I like electric vehicles. Innovations in the automotive sector have been truly remarkable in recent years, and it’s no wonder people are beginning to purchase them.

One of my favorite movies is “Back to the Future.” When it came out in 1985 and we heard Doc Brown talking about his flux capacitor, the idea that a car could drive and navigate itself powered by electricity seemed like it would always be science fiction. Today, the free market has brought this to fruition. We don’t have flying DeLoreans, but at the rate we’re going I won’t rule them out in my lifetime.

But while EVs are an awesome improvement in automotive technology, don’t tell me and other Mainers that we’re required to purchase one.

Supporting the innovation behind EVs and forcing people to buy them are two different concepts. There is no need to suppress consumer choice and compel the transition to electric vehicles that is already underway in the marketplace without government coercion.

Unfortunately, our state is now in a position to adopt California-style vehicle regulations, specifically the Advanced Clean Cars II and Advanced Clean Trucks programs.

These regulations, pushed by special interests that petitioned the Maine Department of Environmental Protection to adopt them, would require larger percentages of automobile and truck sales to be zero-emission vehicles starting in 2027. Their intent is to eventually ban the sale of gas-powered vehicles in Maine as California has planned to do by 2035.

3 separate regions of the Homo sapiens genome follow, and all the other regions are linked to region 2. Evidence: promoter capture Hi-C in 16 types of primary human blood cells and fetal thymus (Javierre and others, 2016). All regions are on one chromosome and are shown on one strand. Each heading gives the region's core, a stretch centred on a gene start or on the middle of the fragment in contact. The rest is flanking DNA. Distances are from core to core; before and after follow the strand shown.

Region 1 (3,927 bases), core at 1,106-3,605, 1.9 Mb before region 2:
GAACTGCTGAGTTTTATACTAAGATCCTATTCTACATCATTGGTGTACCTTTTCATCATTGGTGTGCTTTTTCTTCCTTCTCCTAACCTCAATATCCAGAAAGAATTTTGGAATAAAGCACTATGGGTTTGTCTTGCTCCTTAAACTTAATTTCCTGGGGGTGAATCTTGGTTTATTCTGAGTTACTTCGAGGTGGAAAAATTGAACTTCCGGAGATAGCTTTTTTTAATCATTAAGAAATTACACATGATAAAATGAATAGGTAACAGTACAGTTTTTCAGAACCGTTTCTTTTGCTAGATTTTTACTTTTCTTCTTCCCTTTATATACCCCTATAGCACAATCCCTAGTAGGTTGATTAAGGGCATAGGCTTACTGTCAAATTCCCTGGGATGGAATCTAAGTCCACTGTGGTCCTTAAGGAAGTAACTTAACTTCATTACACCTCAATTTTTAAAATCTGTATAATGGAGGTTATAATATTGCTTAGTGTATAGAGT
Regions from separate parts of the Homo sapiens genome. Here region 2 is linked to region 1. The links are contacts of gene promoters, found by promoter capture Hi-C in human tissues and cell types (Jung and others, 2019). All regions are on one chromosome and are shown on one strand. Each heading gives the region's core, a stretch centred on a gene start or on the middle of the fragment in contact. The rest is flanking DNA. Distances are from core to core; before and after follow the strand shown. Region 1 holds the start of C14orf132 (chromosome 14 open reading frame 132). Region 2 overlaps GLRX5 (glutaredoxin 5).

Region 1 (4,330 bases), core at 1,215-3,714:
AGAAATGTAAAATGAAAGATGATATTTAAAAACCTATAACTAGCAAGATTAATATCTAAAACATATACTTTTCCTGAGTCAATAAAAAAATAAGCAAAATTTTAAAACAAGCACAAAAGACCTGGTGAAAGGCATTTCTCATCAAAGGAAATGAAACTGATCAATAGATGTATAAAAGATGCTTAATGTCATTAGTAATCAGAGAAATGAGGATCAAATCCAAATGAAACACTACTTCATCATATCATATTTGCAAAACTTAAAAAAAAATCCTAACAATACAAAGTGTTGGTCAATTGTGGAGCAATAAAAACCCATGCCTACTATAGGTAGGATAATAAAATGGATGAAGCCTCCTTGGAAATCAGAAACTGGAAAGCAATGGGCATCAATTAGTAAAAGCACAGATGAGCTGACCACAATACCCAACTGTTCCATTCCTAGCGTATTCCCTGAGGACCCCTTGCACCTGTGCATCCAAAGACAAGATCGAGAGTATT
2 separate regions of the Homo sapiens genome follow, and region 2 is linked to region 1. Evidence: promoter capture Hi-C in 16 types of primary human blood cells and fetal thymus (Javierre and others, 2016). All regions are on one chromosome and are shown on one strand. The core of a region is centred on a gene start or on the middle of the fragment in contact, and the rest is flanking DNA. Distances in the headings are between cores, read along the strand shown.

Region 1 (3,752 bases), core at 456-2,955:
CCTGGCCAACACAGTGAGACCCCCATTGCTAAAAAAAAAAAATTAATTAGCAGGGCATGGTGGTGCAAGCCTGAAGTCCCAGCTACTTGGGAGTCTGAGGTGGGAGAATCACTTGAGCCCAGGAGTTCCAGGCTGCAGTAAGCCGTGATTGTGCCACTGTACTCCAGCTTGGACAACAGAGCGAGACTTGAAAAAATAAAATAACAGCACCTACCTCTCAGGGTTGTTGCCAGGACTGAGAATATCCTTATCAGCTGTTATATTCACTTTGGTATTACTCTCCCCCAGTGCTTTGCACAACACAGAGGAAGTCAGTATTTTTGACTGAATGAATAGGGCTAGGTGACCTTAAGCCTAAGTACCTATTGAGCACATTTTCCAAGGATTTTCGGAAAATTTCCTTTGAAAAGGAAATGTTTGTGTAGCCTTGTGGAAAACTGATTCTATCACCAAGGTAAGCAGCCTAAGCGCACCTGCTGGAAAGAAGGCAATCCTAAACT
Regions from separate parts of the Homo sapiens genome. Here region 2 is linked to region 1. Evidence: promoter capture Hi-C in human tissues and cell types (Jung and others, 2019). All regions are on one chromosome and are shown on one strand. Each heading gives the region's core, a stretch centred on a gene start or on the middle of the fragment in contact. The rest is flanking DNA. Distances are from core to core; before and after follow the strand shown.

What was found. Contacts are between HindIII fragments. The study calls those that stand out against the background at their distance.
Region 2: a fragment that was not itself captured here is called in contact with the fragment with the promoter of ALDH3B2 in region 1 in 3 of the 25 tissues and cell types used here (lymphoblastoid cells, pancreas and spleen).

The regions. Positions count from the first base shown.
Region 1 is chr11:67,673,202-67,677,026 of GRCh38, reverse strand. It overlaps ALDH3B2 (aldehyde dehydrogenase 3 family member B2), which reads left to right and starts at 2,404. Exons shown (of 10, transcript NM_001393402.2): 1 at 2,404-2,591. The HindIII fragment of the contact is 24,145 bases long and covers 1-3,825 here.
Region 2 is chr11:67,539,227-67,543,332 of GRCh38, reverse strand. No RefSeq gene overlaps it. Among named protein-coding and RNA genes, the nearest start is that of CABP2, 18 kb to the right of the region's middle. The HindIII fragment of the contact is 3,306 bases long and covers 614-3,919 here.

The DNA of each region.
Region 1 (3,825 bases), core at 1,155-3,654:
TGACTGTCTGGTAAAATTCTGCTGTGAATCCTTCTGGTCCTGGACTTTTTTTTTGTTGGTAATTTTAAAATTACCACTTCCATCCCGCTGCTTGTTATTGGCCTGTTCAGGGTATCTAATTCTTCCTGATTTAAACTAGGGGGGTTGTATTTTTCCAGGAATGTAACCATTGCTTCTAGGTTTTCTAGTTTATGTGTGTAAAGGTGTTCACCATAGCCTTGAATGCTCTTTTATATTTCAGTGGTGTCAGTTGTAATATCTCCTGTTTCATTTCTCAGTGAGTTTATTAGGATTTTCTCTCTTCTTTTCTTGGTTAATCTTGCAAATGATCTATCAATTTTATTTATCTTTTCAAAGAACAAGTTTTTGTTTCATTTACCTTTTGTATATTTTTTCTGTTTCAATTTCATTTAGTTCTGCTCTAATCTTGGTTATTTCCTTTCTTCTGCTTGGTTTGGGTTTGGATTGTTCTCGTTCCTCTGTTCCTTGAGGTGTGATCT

If Maine wants to fully transition to EVs, mandates simply aren’t the answer. So much must be done before a full transition can occur, and there are too many unanswered questions to start imposing mandates today. There are also numerous logistical and infrastructure-related concerns that still exist which make such rapid adoption of EVs in Maine unrealistic.

Advocates of the rules claim that EVs are a good investment because they’re cheaper in the long run than vehicles with internal combustion engines. However, that simply isn’t true. Today, a gas-powered vehicle with good gas mileage is still a better investment than an EV.

Not only do EVs remain more expensive than their gas-powered counterparts, there are many additional costs associated with EV ownership that are often overlooked, including the cost of fueling them. Chief among them are the costs of installing a suitable at-home charging station – most homes do not have one – in addition to the costs of residential power, which are on the rise in Maine.

How realistic is it to force a single mom of three who makes $45,000 annually to buy an EV? If her gas-powered vehicle falls into disrepair and she needs a new vehicle, the state would effectively be forcing her to spend more than her salary on a new EV purchase when plenty of gas-powered vehicle options exist within her price range.

This is why Mainers – not Gov. Mills or the Maine DEP – should be responsible for making decisions that work for their budgets. When choice is stripped from individuals and instead dictated by the government, free people and free markets lose.

It’s also worth noting that it’s bitterly cold here in Maine for about six months out of the year. The truth is that EV batteries lose substantial range in cold temperatures. Whether it’s a family driving from southern Maine to Sugarloaf to ski, or a heavy-duty truck making a delivery to a grocery store, driving in Maine could become a logistical nightmare without the infrastructure in place to support such a rapid transition to EVs.

It’s unclear to me who we are trying to help with these mandates. The implementation of these programs has real life consequences that would devastate families, businesses and our supply chain if adopted along the proposed timeline. What is clear to me is that the proponents of these regulations haven’t given much thought to their effects on average people and the economy.

There’s nothing wrong with EVs. But when it’s actually feasible for people and businesses to purchase them, they will do so without government force.

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